The Problems with Passwords

While the cost for breaches of security when it comes to passwords, account numbers, PINs and web logins requires solutions, the solutions themselves raise problems for IT managers.

There are well-known standards for creating and maintaining secure passwords, including specifying length, type of characters, and frequency of password changes. Unfortunately, these standards become a hassle for users. The frustration and inconvenience of remembering multiple secure passwords can lead employees to compromise prudent standards.

Even if all of your employees adhere to your password policy, outside identity thieves can still pose security threats to your organization. Identity theft is a serious and widespread problem, one that has grown with the proliferation of online services and information. After obtaining a valid username/password combination, identity thieves can access your organization’s databases at will and are difficult to detect.

A strong password policy can be an effective deterrent, but it cannot completely stop the threats of keylogging (using specialized software to record a user’s keystrokes), password hacking and phishing (thieves create fraudulent sites that ask for information such as account numbers, passwords, and Social Security numbers).

Costs to an organization from a data security breach can skyrocket from lost business that can be traced directly to accounts fleeing to a “safer” environment, and lost productivity of the non-IT staff, who must work in a degraded mode while the IT staff tries to contain and repair the breach.

Then there are the intangible costs of security breaches, which may include your customers’ loss of trust in your organization, failure to win new accounts due to bad press associated with the breach, and your competitor’s access to confidential or proprietary information.

Parts of the Password Security Solution
A three-pronged approach to password security offers the solution: strong password policies, multiple-factor authentication and an electronic password administration system.

Most companies start to solve their password challenges by adopting and attempting to enforce strict password policies (passwords must be at least six characters long, should never be a common word, contain a mix of upper-case and lower-case letters, etc). A password policy is an essential step, but the problem with this solution on its own is that the stronger the password policy, the harder it is for employees to keep track of username/password combinations. This generally leads to employees taking shortcuts that compromise security and can lead to significantly increased calls and costs to the IT department.

Multiple-factor authentication means there are at least two different types of credentials that must be submitted in conjunction to be authenticated. There are three categories of authentication factors: something you have (a hardware or software token), something you know (a password), and something you are (a thumbprint, retina scan or voice print).

Each factor in the authentication mechanism should be from a different category. By layering on additional factors in your authentication process, you can make it very tough for hackers to force their way into your systems.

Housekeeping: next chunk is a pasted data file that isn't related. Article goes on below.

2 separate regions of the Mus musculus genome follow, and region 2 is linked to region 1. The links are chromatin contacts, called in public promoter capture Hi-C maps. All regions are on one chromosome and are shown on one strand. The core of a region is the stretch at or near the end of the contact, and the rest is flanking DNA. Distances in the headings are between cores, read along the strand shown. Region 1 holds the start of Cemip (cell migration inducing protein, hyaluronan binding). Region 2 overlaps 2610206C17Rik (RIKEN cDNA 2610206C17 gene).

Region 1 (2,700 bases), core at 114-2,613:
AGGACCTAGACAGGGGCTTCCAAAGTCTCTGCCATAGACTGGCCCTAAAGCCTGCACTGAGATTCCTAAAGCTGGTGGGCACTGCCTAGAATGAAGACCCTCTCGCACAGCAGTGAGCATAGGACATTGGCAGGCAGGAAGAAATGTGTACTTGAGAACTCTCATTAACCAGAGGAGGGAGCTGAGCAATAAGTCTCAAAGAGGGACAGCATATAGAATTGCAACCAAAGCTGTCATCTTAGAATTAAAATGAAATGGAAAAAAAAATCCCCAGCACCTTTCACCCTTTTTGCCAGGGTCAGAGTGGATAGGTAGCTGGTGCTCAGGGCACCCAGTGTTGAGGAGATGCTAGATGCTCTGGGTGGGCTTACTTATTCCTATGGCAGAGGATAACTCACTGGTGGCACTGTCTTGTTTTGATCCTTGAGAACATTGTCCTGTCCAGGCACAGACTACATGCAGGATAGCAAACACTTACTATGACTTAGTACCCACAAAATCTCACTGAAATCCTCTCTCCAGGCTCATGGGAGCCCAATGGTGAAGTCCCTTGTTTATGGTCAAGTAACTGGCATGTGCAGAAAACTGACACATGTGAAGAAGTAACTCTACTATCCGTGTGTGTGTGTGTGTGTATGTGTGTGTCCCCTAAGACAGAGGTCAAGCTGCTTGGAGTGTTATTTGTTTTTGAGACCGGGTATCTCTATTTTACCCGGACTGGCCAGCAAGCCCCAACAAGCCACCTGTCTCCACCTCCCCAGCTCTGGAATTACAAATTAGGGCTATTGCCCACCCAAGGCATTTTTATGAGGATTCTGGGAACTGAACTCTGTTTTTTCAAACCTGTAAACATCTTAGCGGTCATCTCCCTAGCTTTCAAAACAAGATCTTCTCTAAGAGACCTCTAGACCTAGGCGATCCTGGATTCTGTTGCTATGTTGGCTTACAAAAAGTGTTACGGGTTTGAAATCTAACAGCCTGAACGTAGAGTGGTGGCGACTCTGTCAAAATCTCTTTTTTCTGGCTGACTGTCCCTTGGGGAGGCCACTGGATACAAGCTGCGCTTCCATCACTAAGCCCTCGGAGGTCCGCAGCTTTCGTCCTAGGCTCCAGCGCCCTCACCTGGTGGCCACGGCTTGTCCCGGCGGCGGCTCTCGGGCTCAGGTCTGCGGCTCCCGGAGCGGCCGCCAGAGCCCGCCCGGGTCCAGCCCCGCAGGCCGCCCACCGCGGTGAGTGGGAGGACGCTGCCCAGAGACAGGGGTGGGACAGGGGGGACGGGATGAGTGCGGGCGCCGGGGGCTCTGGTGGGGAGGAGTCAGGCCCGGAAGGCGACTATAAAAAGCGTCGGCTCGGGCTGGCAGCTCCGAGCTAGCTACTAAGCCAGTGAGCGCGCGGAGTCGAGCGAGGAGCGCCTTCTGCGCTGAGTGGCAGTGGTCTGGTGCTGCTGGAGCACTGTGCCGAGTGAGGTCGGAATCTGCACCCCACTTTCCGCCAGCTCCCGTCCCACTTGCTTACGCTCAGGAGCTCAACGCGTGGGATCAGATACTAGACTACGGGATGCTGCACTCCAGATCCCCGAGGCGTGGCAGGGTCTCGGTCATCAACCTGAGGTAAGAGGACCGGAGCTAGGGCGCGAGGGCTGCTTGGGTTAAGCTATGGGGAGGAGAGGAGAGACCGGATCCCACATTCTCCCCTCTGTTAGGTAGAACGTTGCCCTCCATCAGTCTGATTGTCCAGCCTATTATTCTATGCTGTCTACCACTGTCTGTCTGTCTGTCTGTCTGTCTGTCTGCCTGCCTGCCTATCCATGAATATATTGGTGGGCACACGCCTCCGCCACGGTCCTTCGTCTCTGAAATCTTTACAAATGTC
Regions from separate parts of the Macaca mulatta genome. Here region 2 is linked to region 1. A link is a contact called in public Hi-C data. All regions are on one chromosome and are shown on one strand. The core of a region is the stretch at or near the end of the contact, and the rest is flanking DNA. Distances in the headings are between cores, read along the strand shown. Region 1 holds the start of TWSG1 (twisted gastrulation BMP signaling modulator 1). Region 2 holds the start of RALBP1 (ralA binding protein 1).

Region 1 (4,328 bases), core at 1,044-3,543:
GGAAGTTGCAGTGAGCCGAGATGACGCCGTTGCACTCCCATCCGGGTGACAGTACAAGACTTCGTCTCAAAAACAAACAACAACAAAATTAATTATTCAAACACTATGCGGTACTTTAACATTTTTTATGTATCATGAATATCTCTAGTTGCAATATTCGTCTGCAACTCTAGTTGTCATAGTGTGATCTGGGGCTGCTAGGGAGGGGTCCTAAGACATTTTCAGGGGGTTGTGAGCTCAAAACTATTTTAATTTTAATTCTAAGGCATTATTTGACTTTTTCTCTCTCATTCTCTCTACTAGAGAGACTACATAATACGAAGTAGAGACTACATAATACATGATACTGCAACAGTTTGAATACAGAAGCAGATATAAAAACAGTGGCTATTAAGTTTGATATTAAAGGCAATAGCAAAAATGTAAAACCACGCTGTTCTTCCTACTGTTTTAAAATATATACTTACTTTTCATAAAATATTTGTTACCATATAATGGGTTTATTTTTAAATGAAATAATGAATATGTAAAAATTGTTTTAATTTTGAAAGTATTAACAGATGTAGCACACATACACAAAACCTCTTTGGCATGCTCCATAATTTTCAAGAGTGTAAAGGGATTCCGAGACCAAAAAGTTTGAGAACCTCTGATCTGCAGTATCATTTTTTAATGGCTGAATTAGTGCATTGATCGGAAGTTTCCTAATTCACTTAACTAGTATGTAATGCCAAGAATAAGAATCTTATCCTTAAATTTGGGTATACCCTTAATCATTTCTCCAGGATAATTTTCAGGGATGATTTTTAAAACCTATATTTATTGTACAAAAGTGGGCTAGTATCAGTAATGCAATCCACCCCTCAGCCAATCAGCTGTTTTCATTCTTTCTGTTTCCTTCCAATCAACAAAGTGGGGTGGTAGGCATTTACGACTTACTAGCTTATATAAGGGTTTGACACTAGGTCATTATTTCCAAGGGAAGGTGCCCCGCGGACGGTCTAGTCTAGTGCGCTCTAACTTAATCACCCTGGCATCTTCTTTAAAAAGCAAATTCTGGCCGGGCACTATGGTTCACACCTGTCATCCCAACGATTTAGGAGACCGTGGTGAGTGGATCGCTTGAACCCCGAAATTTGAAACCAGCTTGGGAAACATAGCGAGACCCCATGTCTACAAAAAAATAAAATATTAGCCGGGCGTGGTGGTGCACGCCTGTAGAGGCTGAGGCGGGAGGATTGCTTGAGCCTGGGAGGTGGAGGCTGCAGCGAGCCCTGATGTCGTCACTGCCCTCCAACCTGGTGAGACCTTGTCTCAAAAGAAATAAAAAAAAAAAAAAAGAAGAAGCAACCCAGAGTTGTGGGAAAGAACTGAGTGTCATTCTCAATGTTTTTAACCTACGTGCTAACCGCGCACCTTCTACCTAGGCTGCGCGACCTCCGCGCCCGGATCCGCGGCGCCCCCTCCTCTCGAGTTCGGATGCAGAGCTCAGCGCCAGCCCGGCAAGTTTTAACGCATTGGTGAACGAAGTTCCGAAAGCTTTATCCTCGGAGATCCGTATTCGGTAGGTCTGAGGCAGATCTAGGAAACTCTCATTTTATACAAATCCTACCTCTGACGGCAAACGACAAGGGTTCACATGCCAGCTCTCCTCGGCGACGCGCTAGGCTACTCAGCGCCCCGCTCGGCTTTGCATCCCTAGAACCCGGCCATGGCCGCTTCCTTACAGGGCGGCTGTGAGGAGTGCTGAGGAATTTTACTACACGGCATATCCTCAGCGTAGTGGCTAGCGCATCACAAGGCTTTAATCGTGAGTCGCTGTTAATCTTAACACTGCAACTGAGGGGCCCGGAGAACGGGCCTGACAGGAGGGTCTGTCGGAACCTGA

Multiple-factor authentication can be an effective addition to security, but it can be cost prohibitive for many organizations and even in larger enterprises it is often used only for the most secure facilities or systems. And even when multiple-factor authentication is in place, one factor usually is still a password covered by a password policy, which can lead to the same associated risks described above.

The answer to the security issues raised by passwords is a password administration system. To date, most advanced enterprises have used a system called Single Sign-On, or SSO. SSO is an authentication mechanism to gain access to multiple independent software systems, although those systems are often related. With SSO, a user logs in once and gains access to multiple systems without being prompted to log in again at each of them. SSO does effectively enhance security, but SSO solutions often take months to deploy across an enterprise, require extensive application integration, and due to high costs typically do not provide immediate ROI.

Even when an SSO system is in place, there are almost always legacy systems in the enterprise that are not covered by the SSO system. Or there are Web sites outside the SSO system that employees need to regularly access. Or there are client or partner systems not covered by the SSO system. In fact, this situation is so common that there is an acronym for it -“ RSO for Reduced Sign-On. Most SSO systems are in fact RSO, leaving security gaps.

Despite the risk and costs associated, digitizing and storing critical information in databases is now fundamental to how organizations operate. So sound policies and secure technologies that protect confidential data are essential.

Morgan Slain is CEO of SplashData, a developer of mobile and desktop productivity applications.

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Richard Blanchard
Rick is the Managing Editor of Corp! magazine. He has worked in reporting and editing roles at the Port Huron Times Herald, Lansing State Journal and The Detroit News, where he was most recently assistant business editor. A native of Michigan, Richard also worked in Washington state as a reporter, photographer and editor at the Anacortes American. He received a bachelor of arts from the University of Michigan and a master’s in accountancy from the University of Phoenix.